High levels of CO2 concentration in damp grade canola seeds indicated higher amounts of biological activity in high moisture seeds. Localized hot spots were also observed in the high moisture bags.

While the dry, straight and damp canola all graded Canada No. 1 when loading the bags at the start of the trial, there was degradation for the straight and damp canola after 40 weeks. The dry canola still graded No. 1, but small amounts of heated seeds in the top layer of straight canola bags reduced the grade to No. 2. After 40 weeks, the damp grade canola was caked and, because of the high moisture, the grain bag extractor could not unload the canola seeds from the bag. The damp canola graded Feed.safecanolastoragechartnov15


 Refining storage time for damp canola
While the first project found that dry canola could be safely stored up to 40 weeks without loss of grade, the researchers wanted to find out if damp canola could be stored for shorter periods of time without losing grade. They conducted additional research for two storage years (2011-2012 and 2013-2014) to determine the changes in grain quality while storing 12.1 and 12.4 per cent moisture content canola in grain bags. The temperature during loading was 15.5 C and 16.2 C, respectively.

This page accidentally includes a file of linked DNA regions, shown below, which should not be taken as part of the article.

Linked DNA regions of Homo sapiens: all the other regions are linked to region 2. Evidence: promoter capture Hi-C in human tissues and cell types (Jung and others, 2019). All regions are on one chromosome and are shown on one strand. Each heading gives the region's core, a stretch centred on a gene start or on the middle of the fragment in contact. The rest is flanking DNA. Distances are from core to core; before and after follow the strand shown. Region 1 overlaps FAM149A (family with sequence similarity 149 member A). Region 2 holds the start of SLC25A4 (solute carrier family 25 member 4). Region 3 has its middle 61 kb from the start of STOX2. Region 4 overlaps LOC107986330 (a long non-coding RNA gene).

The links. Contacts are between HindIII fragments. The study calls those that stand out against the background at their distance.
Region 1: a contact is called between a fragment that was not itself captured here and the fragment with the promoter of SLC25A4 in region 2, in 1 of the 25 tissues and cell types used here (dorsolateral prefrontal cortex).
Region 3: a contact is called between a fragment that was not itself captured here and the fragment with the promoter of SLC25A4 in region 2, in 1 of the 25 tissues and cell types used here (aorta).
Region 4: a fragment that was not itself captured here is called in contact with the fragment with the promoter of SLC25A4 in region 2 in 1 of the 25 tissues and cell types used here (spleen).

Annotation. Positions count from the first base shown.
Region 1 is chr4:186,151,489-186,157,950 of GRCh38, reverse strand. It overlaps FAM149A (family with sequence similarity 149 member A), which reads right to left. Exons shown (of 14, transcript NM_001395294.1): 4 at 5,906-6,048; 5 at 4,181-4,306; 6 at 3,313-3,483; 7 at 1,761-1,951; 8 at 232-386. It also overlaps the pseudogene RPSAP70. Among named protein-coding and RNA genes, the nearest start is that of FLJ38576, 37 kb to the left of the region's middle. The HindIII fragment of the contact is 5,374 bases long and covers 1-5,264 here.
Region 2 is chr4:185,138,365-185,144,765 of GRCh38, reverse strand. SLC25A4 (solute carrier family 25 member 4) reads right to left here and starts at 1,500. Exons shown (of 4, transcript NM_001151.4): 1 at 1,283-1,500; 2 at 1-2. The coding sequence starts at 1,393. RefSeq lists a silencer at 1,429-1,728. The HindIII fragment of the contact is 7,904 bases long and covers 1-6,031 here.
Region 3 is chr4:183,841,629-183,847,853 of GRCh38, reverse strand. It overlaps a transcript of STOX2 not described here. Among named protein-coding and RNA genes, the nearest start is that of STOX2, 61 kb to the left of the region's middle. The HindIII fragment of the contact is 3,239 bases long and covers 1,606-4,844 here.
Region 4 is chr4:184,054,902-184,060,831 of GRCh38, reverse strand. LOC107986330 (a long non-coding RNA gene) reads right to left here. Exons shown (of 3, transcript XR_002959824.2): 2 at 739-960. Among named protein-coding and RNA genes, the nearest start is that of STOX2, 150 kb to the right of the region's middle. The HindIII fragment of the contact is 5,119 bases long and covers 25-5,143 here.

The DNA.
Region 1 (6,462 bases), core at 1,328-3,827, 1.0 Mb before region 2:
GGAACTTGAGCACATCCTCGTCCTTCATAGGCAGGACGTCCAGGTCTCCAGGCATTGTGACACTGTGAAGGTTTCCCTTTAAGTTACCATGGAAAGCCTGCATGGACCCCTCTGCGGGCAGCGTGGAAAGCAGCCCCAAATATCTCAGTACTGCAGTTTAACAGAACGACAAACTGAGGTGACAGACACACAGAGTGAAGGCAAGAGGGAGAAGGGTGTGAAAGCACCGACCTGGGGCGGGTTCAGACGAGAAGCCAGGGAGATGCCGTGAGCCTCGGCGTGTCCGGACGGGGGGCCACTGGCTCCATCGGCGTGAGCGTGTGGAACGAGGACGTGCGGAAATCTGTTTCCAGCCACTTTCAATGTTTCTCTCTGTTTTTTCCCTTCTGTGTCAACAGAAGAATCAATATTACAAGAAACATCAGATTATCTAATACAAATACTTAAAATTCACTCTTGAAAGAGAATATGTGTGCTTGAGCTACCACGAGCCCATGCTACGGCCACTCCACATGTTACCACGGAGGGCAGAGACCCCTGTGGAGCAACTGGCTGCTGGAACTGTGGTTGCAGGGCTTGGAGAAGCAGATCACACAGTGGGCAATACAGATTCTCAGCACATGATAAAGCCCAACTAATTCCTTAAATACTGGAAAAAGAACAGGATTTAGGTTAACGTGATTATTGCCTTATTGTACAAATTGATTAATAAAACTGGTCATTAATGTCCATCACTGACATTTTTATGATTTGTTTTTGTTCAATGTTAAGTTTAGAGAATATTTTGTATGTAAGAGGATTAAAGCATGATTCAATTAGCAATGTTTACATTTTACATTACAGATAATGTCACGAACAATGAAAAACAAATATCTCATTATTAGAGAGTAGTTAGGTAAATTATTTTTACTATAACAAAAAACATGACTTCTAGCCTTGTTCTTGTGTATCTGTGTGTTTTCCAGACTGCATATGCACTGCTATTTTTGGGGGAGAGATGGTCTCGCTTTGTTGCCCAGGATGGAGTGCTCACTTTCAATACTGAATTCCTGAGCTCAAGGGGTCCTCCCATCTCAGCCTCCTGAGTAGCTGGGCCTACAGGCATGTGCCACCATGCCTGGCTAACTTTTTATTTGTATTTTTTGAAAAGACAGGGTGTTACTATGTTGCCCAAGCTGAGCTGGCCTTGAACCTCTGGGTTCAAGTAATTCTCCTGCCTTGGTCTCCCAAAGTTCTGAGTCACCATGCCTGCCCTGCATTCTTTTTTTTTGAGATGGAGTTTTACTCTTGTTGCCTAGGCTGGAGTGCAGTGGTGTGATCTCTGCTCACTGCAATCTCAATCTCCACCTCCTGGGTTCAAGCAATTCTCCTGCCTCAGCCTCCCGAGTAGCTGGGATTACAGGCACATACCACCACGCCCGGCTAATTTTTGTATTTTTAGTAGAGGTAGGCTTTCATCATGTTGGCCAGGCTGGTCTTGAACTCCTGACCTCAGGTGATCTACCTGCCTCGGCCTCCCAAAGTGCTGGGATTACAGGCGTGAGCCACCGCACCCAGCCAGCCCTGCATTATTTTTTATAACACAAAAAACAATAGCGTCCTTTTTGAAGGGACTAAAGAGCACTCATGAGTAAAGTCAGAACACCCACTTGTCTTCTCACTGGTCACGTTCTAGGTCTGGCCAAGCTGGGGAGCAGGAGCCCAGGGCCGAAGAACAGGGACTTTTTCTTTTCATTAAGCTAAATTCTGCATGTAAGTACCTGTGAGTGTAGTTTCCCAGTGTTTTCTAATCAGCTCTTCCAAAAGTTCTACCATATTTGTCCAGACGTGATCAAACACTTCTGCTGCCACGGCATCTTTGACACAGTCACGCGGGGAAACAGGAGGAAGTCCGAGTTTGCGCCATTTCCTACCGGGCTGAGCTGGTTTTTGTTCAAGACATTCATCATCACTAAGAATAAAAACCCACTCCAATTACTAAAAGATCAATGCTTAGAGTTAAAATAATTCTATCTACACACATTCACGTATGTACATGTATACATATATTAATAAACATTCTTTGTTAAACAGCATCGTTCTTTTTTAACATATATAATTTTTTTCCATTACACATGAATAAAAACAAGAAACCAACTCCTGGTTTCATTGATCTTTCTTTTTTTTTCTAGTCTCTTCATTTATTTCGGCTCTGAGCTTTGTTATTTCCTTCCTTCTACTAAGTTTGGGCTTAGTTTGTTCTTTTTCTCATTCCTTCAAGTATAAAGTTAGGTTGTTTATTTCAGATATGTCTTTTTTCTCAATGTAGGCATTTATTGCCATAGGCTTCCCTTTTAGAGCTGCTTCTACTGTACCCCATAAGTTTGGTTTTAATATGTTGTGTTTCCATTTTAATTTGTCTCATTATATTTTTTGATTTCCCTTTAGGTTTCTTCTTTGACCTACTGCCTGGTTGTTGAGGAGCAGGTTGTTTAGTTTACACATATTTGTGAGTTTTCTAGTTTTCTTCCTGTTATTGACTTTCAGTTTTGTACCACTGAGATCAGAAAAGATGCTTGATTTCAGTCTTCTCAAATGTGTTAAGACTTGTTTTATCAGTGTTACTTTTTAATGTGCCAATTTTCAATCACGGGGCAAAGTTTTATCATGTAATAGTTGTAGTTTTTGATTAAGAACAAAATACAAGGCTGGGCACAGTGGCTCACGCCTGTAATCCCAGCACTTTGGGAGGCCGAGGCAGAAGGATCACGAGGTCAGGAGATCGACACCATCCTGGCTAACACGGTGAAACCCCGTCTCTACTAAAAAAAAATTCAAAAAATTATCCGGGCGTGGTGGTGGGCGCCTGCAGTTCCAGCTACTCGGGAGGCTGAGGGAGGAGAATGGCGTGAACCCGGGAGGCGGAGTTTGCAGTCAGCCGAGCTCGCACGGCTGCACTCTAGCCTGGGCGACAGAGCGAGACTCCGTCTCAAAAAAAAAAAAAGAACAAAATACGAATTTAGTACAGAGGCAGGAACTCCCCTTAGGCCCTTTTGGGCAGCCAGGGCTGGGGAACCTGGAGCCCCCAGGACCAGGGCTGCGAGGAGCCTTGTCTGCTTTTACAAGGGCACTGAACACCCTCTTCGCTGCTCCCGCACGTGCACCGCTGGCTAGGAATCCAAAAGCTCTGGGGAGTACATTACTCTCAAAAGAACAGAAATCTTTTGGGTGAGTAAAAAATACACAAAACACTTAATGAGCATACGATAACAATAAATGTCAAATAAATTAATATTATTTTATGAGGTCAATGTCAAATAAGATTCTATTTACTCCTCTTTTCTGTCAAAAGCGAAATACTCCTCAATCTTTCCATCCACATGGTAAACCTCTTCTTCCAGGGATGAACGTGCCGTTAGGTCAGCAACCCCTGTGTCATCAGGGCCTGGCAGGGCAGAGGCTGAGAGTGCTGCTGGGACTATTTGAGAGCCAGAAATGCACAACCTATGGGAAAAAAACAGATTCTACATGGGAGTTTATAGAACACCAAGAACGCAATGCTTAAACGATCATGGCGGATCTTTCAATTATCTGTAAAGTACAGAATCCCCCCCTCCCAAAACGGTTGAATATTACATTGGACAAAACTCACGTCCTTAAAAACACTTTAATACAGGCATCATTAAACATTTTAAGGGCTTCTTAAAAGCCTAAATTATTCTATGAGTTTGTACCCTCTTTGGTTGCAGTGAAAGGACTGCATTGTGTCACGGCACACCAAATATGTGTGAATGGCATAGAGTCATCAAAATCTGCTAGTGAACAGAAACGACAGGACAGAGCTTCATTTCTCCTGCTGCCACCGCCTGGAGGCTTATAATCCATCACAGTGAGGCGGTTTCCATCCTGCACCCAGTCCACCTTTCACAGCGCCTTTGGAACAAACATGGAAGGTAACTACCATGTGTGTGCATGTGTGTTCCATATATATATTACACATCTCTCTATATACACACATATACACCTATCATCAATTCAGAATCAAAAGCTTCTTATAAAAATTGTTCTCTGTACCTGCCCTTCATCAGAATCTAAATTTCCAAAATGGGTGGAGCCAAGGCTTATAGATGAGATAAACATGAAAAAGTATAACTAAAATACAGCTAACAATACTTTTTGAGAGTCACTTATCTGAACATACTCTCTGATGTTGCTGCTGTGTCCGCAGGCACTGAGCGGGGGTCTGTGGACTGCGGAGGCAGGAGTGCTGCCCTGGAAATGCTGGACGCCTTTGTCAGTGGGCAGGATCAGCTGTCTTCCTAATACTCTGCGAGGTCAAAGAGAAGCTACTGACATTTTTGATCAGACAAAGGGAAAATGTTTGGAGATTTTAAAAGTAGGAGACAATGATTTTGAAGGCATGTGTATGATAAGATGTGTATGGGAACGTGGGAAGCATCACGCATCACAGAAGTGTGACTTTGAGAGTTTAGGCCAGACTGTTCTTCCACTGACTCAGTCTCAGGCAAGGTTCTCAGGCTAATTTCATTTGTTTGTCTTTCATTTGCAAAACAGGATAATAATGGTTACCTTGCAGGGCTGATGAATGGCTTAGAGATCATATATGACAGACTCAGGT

Once again, canola was stored in grain bags in the fall, but in these years, the bags were unloaded at three different times at 20 weeks (middle of winter), 28 weeks, (end of winter) and 40 weeks (summer). Again, germination, FAV, moisture content, temperature and CO2 levels were monitored.

The results of both storage years showed that there were significant changes in moisture content with an accumulation of moisture in the top layer of grain. In both the years the FAV values remained at safe levels until 20 weeks of storage, but increased at 28 weeks and was more than double at 40 weeks. This was an indication of quality loss. (See Fig. 1.)

In 2011-2012, after 20 weeks of storage, the canola still graded No. 1. At 28 weeks, it had dropped to No. 2, and by 40 weeks was downgraded to Feed. In the second year, grade remained at No. 1 in the first two unloading periods, and dropped to No. 2 at 40 weeks.

“Canola seeds with 12 per cent moisture content could be stored up to five months, into the late winter, without any quality deterioration under the western Canadian conditions,” Jayas says.